The features in Figure 5 notwithstanding, the pressure dependence of water solubility in more complex melts, including natural basalt and other aluminosilicate compositions, shows no simple solubility relationship with pressure (or f H 2 O ) (Figure 5C). These complex relations likely reflect several effects on the solubility of H2O of individual silicate components. For example, in ternary metal oxide aluminosilicate systems, water solubility is correlated with metal/Si and Al/Si ratios and electronic properties of the metal cation (Kurkjian and Russell 1958; Behrens et al. 2001; Mysen and Cody 2004; see also Figure 6). At high metal oxide/silica ratio, the water solubility decreases as this ratio increases, but this relationship reverses near composition where alkali metal/Si ratio is near 1 (Kurkjian and Russell 1958). Furthermore, whereas water solubility in peralkaline silicate melts decreases with increasing Al/Si ratio (Figure 6B), the reverse relationships have been observed for melts along SiO2-NaAlO2 (meta-aluminosilicate) joins (McMillan and Holloway 1987).
Figure 6

H 2 O solubility in silicate and aluminosilicate melts with silicate composition. (A) Solubility at 1,200°C and 0.8 GPa as a function of Na/Si of the melt from Mysen (2002). (B) Solubility at 1,200°C and 2 GPa as a function of Al2O3 content in Na2O·4SiO2 and CaO·4SiO2 melts as a function of added Al2O3 from Mysen and Wheeler (2000).

Given the complex relationships between melt composition and water solubility, it is not surprising that the solubility varies significantly in different magmatic systems. In general, water solubility in felsic magmas such as those of rhyolite and andesite composition is significantly greater than the solubility in basalt melts (Hamilton et al. 1964; Dixon and Stolper 1995; Behrens and Jantos 2001; Zhang 1999). This would be expected because of the higher alkali/alkaline earth and Si/Al ratios in rhyolite and andesite melt compared with melts of basaltic composition. These solubility relationships have been modeled with a variety of empirical models (e.g., Spera 1974; Burnham 1975; Dixon and Stolper 1995; Behrens and Jantos 2001). However, quantitative linkage between solubility behavior in chemically simple melts and more complex natural magma compositions await detailed structural characterization of the water solution mechanisms in simple and complex magmatic melts.

Silicate solubility in aqueous fluids

In the schematic phase diagram in Figure 4, the boundaries silicate melt + aqueous fluid/aqueous fluid and silicate crystals + aqueous fluid/aqueous fluid define the silicate solubility in the fluid above and below the solidus of the system. The solubility of SiO2 in H2O has been the subject of more extensive experimental study than other chemically more complex silicates. From a compilation of available high-pressure/high-temperature solubility data, an effective way to describe solubility is in terms of temperature and the density of pure H2O at the temperature (and pressure) of interest (Manning 1994; see also Figure 7). It must be emphasized, however, that the empirical relationship used for this purpose,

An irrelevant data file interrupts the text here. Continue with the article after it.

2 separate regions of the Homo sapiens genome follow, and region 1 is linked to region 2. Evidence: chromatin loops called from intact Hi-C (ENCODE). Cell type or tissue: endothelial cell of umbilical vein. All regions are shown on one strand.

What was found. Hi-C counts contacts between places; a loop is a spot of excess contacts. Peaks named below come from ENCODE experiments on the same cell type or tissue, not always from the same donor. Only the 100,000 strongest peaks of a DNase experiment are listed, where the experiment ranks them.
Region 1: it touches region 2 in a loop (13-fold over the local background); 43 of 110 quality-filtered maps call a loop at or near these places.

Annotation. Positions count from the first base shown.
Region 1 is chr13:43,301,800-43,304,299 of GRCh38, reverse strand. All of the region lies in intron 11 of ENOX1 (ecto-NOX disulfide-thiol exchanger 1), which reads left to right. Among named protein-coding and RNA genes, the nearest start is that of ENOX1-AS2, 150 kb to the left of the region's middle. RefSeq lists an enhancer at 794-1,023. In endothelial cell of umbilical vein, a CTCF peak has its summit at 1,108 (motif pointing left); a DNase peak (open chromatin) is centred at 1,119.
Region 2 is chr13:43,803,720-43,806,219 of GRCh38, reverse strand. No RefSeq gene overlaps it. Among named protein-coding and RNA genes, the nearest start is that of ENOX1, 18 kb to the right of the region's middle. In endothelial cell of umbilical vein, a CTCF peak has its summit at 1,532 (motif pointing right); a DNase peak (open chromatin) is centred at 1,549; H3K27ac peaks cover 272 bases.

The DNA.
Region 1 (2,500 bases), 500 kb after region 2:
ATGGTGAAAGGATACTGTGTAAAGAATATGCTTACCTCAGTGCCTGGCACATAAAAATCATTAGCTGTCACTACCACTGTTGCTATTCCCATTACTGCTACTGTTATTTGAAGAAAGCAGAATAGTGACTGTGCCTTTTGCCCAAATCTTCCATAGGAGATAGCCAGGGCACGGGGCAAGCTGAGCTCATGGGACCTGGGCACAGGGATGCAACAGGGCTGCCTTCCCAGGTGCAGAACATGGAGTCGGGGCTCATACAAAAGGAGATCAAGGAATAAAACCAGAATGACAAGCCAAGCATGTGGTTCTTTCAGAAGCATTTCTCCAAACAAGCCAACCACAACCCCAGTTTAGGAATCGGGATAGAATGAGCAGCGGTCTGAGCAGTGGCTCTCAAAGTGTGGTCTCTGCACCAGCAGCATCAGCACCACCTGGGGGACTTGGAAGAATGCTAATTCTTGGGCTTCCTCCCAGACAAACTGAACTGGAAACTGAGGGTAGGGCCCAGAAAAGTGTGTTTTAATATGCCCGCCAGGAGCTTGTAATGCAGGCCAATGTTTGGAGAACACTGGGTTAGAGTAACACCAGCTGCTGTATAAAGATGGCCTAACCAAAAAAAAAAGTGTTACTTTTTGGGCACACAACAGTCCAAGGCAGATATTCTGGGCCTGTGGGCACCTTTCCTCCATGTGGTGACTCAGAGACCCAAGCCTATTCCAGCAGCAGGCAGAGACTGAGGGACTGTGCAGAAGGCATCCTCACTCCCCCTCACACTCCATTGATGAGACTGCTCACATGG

Log m SiO 2 mol / kg = 4.262 - ( 5764.2 / T K + 1.7513 10 6 / T 2 - 2.2868 10 8 / T 3 + 2.8454 - 1006.9 / T + 3.5689 10 5 / T 2 log ρ H 2 O ,
(1)
uses the density of pure H2O to describe the silica solubility, and it is known that silicate components in the solution affects the density of the solution (Mysen 2010a, b).
Figure 7

Silica solubility in fluid in equilibrium with quartz. As a function of the density of pure H2O at 1 GPa and temperatures indicated calculated with the algorithm of Manning (1994) (Equation 1).

Additional components affect the silicate solubility in aqueous fluid. For example, addition of MgO to SiO2 reduces the SiO2 solubility (Zhang and Frantz 2000; Kawamoto et al. 2004; see also Figure 8). The Mg/Si ratio of the fluid increases with pressure (Kawamoto et al. 2004). Below about 3 GPa, MgO cannot be detected in the fluid (Zhang and Frantz 2000; Kawamoto et al. 2004). The decreased Mg/Si ratio of fluid with increasing pressure likely reflects the interaction between dissolved silica and MgO - perhaps similar to the solubility behavior of Al2O3 in fluids in the system SiO2-Al2O3-H2O-NaCl where increasing SiO2 content in the fluid enhances the Al2O3 solubility (Figure 9). In the latter system, there is also a pronounced positive effect of increasing NaCl in the fluid (Newton and Manning 2008).